UIHistories Project: A History of the University of Illinois by Kalev Leetaru
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Repository: UIHistories Project: Board of Trustees Minutes - 1878 [PAGE 266]

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Year. 1850., I860.. 1870.. Hops, pounds Hops, p o u n d s Hops, pounds

Production. i

United States. 3,497,029 10,991,996 25,456,669

Illinois. 3,551 7,254 104,032

New York and Wisconsin produced nearly all of t h e crop of 1870. Boone, DeKaib and McH e n r y were t h e leading Illinois counties. PLATAXACE^E—PLAXE TREE FAMILY.

P L AT ANUS, Plane Tree. occidentalis, American Plane Tree, Sycamore or Buttonwood, native, L a p h a m . Seems to he found in nearly every county in Illinois. Cultivated somewhat for o r n a m e n t and its timber is used in m a k i n g boxes,for plug tobacco, e t c . I t is t h e largest t r e e of o u r Mississippi valley forests. Mr. Ridge way, of Mt. Garmel, r e p o r t s one 168 feet high, with 68 feet length of t r u n k and a circumference of 33l/3 feet. Prof. Swallow measured 44 an old s t u b " in Mississippi county, Missouri, 65 feet high and 43 feet in circumference, with a hollow 15H feet in one direction and 13 feet in another. Another t r e e in Howard county measured 125 feet high a n d 31H feet in circumference. Downing gives some 3till larger m e a s u r e m e n t s in his landscape gardening. orientalis, Oriental Plane,. Cultivated from Asia for ornament, especially Yar acerfolia.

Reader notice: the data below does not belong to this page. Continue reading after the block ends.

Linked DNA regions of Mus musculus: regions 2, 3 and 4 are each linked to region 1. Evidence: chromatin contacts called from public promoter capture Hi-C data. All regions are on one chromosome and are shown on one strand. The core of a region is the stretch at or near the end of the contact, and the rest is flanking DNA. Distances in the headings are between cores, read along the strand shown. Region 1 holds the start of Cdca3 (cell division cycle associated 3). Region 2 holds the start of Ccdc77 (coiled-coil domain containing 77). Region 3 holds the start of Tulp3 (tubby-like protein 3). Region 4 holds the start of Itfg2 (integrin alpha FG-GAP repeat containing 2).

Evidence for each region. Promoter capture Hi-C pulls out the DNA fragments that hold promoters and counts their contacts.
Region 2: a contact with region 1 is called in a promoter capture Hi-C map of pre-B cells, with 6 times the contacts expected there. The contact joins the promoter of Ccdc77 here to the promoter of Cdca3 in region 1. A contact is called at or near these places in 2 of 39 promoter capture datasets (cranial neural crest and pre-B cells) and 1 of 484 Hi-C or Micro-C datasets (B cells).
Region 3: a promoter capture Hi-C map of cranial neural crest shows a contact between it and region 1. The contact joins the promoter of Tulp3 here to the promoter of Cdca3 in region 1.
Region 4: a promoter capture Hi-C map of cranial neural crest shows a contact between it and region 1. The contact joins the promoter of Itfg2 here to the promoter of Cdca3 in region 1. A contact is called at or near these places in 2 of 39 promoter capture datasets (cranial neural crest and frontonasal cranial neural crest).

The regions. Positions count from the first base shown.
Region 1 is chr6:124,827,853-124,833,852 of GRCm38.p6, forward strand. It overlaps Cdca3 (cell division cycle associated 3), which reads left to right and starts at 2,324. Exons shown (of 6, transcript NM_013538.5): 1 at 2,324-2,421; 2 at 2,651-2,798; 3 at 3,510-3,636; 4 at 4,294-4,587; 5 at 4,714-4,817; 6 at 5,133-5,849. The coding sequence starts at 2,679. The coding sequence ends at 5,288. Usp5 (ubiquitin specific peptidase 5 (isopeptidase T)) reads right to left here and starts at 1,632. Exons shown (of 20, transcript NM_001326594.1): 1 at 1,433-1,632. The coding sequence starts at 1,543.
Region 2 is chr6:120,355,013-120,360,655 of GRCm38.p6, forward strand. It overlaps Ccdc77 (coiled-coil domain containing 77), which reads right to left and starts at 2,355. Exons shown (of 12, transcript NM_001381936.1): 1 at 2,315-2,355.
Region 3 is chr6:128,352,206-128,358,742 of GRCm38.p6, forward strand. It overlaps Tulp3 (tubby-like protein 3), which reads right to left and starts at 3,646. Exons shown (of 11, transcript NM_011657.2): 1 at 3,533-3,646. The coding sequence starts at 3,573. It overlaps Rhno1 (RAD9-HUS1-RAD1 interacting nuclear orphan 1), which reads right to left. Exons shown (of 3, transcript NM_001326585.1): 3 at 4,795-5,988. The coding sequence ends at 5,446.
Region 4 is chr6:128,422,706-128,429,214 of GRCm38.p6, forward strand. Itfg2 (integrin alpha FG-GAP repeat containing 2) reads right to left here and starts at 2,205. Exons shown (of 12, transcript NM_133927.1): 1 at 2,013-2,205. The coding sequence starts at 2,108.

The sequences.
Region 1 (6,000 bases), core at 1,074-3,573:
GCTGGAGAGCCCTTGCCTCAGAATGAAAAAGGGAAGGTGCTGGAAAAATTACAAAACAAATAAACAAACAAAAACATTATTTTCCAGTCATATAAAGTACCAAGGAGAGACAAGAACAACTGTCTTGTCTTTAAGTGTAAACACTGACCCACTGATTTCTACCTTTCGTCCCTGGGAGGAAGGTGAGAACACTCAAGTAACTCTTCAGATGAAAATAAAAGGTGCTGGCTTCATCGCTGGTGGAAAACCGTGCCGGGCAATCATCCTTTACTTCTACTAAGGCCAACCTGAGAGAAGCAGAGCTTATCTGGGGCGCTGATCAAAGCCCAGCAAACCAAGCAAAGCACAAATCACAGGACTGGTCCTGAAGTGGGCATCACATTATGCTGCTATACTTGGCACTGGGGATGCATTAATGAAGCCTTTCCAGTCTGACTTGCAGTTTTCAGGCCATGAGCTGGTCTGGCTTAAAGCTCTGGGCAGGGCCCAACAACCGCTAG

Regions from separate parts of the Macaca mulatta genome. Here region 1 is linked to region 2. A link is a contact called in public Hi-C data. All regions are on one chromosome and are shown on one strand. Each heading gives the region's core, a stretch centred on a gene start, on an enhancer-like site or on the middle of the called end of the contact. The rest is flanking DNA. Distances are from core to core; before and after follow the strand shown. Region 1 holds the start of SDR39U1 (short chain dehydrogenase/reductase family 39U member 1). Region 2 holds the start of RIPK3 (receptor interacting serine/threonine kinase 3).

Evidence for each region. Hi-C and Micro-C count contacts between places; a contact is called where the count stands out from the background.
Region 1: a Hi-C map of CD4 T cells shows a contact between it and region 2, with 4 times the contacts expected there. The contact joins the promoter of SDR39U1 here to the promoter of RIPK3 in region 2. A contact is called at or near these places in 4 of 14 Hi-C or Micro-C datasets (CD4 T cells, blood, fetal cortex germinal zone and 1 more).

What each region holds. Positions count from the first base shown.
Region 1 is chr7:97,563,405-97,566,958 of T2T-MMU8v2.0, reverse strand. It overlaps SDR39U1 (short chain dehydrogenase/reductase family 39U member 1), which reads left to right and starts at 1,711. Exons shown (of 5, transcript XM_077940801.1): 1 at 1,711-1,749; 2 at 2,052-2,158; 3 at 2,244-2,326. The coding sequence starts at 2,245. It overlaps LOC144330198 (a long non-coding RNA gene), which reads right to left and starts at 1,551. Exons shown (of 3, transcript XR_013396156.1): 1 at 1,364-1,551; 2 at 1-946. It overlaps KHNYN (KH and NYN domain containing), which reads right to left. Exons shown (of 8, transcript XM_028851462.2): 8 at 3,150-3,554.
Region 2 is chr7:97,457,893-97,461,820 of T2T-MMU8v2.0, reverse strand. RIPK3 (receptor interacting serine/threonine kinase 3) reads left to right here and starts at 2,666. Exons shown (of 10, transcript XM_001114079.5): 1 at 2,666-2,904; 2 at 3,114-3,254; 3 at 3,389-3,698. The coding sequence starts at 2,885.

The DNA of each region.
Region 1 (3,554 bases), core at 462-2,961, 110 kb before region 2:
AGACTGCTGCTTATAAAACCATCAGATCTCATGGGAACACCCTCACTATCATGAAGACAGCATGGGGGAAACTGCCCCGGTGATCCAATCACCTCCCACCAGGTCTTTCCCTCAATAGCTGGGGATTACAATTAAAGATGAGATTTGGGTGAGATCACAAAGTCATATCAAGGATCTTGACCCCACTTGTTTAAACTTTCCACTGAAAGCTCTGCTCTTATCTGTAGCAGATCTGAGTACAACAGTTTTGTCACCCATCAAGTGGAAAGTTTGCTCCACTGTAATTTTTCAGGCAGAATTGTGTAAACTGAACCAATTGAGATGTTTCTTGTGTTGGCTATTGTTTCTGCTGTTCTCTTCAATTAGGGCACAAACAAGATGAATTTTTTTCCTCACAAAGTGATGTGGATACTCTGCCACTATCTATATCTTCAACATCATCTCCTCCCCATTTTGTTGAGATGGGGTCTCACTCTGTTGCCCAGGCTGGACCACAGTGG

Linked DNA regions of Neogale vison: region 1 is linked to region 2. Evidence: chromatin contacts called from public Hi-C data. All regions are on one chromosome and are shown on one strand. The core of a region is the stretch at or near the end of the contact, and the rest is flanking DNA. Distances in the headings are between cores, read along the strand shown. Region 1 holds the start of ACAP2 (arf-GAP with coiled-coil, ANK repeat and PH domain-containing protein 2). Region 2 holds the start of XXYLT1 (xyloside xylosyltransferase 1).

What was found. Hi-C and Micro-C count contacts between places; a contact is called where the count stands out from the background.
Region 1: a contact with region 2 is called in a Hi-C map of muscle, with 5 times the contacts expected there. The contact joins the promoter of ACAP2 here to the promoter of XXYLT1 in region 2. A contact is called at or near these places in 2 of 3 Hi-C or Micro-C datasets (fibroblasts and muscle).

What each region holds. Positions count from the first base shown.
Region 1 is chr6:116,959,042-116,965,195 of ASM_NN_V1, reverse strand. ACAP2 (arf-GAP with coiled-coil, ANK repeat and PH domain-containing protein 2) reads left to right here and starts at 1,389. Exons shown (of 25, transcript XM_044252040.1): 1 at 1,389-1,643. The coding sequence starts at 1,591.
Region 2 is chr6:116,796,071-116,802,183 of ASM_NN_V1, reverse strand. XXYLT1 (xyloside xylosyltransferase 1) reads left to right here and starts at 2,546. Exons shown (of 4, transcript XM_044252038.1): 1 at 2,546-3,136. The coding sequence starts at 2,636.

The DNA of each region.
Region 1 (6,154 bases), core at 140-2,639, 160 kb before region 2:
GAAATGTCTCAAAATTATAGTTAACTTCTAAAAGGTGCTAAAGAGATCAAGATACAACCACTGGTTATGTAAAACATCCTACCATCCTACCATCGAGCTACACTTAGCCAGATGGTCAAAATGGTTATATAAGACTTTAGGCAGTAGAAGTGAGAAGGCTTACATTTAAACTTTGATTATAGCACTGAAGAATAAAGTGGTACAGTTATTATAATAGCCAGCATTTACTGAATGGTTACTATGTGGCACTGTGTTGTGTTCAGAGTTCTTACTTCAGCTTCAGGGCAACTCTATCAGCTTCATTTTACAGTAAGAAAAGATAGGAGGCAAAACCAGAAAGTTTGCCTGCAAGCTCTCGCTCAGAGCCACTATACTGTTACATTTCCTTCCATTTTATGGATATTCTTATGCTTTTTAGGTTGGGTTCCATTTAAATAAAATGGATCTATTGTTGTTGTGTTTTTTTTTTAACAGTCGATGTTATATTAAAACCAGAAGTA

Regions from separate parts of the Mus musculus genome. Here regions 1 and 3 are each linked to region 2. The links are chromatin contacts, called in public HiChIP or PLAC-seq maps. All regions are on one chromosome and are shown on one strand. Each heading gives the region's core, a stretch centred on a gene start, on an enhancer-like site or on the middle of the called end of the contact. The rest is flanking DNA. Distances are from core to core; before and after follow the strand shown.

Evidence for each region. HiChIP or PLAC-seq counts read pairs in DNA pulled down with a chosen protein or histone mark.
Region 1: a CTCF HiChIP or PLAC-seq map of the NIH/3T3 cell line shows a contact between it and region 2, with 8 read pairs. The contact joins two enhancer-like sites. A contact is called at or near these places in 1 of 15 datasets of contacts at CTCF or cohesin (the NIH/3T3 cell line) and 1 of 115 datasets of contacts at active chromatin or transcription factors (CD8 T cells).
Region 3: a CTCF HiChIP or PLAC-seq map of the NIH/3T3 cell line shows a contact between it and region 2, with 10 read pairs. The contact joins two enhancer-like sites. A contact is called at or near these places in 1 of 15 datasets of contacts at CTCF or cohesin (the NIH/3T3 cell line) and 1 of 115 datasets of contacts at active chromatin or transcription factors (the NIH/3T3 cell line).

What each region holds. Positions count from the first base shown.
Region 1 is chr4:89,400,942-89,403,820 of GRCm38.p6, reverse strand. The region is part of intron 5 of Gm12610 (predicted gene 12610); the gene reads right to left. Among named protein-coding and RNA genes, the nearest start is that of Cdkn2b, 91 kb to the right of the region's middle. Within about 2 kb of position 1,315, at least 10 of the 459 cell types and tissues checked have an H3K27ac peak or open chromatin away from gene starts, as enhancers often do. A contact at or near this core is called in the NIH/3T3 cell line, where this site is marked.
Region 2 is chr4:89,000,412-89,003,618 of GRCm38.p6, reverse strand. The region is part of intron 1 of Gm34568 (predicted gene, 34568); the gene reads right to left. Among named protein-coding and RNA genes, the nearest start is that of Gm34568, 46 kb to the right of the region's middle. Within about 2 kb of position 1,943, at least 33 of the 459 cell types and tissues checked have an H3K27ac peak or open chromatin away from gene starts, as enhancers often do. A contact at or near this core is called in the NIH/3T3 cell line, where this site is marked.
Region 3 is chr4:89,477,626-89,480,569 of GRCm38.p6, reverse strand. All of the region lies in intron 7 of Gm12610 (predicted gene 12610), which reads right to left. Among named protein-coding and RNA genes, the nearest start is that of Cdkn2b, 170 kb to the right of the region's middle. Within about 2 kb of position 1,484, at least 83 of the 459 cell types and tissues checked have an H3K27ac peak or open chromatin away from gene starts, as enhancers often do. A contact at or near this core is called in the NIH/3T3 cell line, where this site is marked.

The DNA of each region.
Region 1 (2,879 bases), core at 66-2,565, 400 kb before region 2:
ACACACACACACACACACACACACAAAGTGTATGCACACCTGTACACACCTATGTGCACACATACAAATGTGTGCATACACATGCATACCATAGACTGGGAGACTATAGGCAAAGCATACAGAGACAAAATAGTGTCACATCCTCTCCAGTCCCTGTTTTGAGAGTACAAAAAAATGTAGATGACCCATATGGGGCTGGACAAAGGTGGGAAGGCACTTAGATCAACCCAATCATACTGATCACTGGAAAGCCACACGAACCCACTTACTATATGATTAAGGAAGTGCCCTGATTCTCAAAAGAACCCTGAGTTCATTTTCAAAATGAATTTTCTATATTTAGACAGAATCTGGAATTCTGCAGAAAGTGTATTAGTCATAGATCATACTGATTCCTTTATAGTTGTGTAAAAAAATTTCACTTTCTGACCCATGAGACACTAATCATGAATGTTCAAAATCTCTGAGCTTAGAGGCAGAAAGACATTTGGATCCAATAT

JUGLANS, Walnut. cinerea, JButternut or White Walnut, native, Lapham, a n d noted in t w e n t y counties by t h e geological report—probably in ail of t h e m . Cultivated a little for ornament, mits a n d timber. Bryant says its n u t s improve by cultivation. nigra. Black Walnut, native, Lapham, a n d still more common than t h e b u t t e r n u t . One of t h e most easily propagated and valuable timber trees, promising t o be valuable for i t s fruit, as t h e n u t s become improved through selection. Mr. Ridgeway measured a t r e e n e a r Mt. Carmel 120 feet high, with 60 feet t r u n k and 22 feet circumference. Prof. Swallow found one in Benton county, Missouri, 22 feet in circumference a n d 110 feet high. regia, English or European Walnut, cultivated from Asia. " T h e t r e e is r a t h e r impatient of t h e climate in t h e r u r a l districts of Pennsylvania, b u t does very well i n t h e shelter afforded by o u r cities and large t o w n s . " - - D a r l i n g t o n . The t r e e is n o t h a r d y in northern Illinois, and it is doubtful if it would succeed in t h e central p a r t s of t h e s t a t e . " — B r y a n t . k ' I know of no success as f a r south as A l t o n . " — Flagg. CARYA, Hickory. olivasformis, Pecan Nut. n a t i v e south, L a p h a m . I have notes of its growing in Randolph, St. Clair, Madison, Hancock, Pulaski, Massac, Pope, Alexander, Union, Jackson, Jersey, Schuyler, Fulton, Henderson, Peoria, Menard. This would c a r r y it as f a r n o r t h as 41 degrees on t h e rivers Mississippi, and Illinois, b u t does n o t show it t o extend far east of t h e last mentioned s t r e a m . Bryant says it is found as f a r n o r t h as 42 degrees on t h e Mississippi, and Woodford county on t h e Illinois. We m a y conclude t h a t on proper soils it may be cultivated t h r o u g h o u t t h e state, and t h e high value of t h e n u t s m a k e cultivation and improvement only a question of t i m e . Natural groves of i t in Madison, St. U a i r a n d Randolph a r e already carefullv fenced and guarded. Mr. Ridgeway measured one n e a r Mt. Carmel 175 foet high, with a t r u n k 90 feet a n d i t s circumference 16. Prof. Swallow describes one in Mississippi county, Missouri, 130 feet high, 10 feet to a ltmb, and 18 feet in girth. I t is one of t h e largest forest t r e e s . alba, Shell-bark or Shag-hark Hickory, native, Lapham. Found, I p r e s u m e , in every county, and coming into cultivation. Varies a good deal in its fruit, so t h a t t h e selection of large, thin-shelled n u t s and propagating from t h e t r e e s t h a t b e a r t h e m , will improve t h e cultivated sorts. I t is one of t h e most valuable of t h e hickories for timber, and n o t surpassed by any other t r e e for f u e l . " — B r y a n t . sulcata, Western Shell-hark, native, Lapham, Vasey. This is t h e species with t h e very large n u t and resembling t h e shell-bark in its general appearance, and t h e pecan in its love of deep, rich soils and great size. It is either n o t common o r t h e botanists a r e afraid t o commit themselves, for I find only one habital ( F u l f i l county) named in t h e books. I t is found in Madison, a n d I p r e s u m e a g r e a t share of the river counties. Champaign county. tomentosa, Mocker-nut, White Heart HUikory. Perhaps confused with last; native, Lapham, Vasey. I t seems t o be a s o u t h e r n r a t h e r t h a n a n o r t h e r n tree, a n d is t h e